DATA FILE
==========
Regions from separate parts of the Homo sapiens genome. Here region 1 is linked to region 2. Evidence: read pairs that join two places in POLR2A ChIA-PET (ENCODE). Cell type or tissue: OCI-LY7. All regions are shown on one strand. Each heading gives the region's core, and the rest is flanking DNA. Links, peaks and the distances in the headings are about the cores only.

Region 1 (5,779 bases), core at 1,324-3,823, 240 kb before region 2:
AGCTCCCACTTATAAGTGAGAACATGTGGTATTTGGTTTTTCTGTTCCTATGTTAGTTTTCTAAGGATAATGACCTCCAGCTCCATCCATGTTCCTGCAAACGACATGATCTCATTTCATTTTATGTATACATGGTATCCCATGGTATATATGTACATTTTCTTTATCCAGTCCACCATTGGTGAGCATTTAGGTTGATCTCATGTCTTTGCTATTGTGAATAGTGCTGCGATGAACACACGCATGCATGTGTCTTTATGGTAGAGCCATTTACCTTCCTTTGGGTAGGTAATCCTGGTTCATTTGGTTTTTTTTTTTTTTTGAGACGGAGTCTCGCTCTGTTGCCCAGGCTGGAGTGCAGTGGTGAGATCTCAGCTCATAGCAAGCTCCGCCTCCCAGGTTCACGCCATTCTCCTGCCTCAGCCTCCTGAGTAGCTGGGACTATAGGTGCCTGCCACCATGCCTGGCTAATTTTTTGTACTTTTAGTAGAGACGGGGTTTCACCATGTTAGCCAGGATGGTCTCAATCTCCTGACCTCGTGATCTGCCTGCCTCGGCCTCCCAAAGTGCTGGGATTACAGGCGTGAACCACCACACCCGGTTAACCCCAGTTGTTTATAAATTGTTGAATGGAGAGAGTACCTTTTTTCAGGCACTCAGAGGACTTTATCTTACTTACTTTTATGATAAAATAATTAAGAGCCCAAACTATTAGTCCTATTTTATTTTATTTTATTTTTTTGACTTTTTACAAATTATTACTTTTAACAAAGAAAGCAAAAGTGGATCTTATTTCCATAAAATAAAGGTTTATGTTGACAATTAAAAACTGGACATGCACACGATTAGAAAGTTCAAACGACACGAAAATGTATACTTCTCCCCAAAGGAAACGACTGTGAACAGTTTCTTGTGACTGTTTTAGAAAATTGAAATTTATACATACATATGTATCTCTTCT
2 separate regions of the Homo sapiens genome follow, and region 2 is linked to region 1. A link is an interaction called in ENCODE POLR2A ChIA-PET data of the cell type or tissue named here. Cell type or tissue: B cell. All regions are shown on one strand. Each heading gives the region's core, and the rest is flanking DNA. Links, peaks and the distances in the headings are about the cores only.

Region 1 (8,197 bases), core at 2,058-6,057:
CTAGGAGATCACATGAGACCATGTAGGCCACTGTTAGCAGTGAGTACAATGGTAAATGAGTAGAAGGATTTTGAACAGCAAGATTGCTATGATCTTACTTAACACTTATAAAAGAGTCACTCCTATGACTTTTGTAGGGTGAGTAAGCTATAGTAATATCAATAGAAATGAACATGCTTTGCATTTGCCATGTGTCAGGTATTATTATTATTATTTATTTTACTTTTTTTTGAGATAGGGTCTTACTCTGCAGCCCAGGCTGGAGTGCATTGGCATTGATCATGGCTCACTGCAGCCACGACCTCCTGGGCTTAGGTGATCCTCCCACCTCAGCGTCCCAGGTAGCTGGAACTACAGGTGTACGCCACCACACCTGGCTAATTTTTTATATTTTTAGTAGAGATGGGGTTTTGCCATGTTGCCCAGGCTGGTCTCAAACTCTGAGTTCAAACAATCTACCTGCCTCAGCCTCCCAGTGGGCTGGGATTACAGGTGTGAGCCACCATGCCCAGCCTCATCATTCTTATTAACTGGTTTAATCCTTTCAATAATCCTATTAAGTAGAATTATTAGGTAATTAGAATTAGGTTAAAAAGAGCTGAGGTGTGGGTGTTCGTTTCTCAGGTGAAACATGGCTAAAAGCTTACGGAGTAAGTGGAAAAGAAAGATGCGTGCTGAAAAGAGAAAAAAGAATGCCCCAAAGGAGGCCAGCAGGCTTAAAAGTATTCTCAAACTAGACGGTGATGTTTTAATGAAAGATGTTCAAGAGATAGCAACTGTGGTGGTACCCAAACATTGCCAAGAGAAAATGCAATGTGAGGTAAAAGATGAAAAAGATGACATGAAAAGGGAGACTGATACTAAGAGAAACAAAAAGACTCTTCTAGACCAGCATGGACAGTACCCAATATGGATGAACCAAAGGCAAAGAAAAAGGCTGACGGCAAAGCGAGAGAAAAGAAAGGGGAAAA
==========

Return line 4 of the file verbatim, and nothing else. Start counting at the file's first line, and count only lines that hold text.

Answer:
2 separate regions of the Homo sapiens genome follow, and region 2 is linked to region 1. A link is an interaction called in ENCODE POLR2A ChIA-PET data of the cell type or tissue named here. Cell type or tissue: B cell. All regions are shown on one strand. Each heading gives the region's core, and the rest is flanking DNA. Links, peaks and the distances in the headings are about the cores only.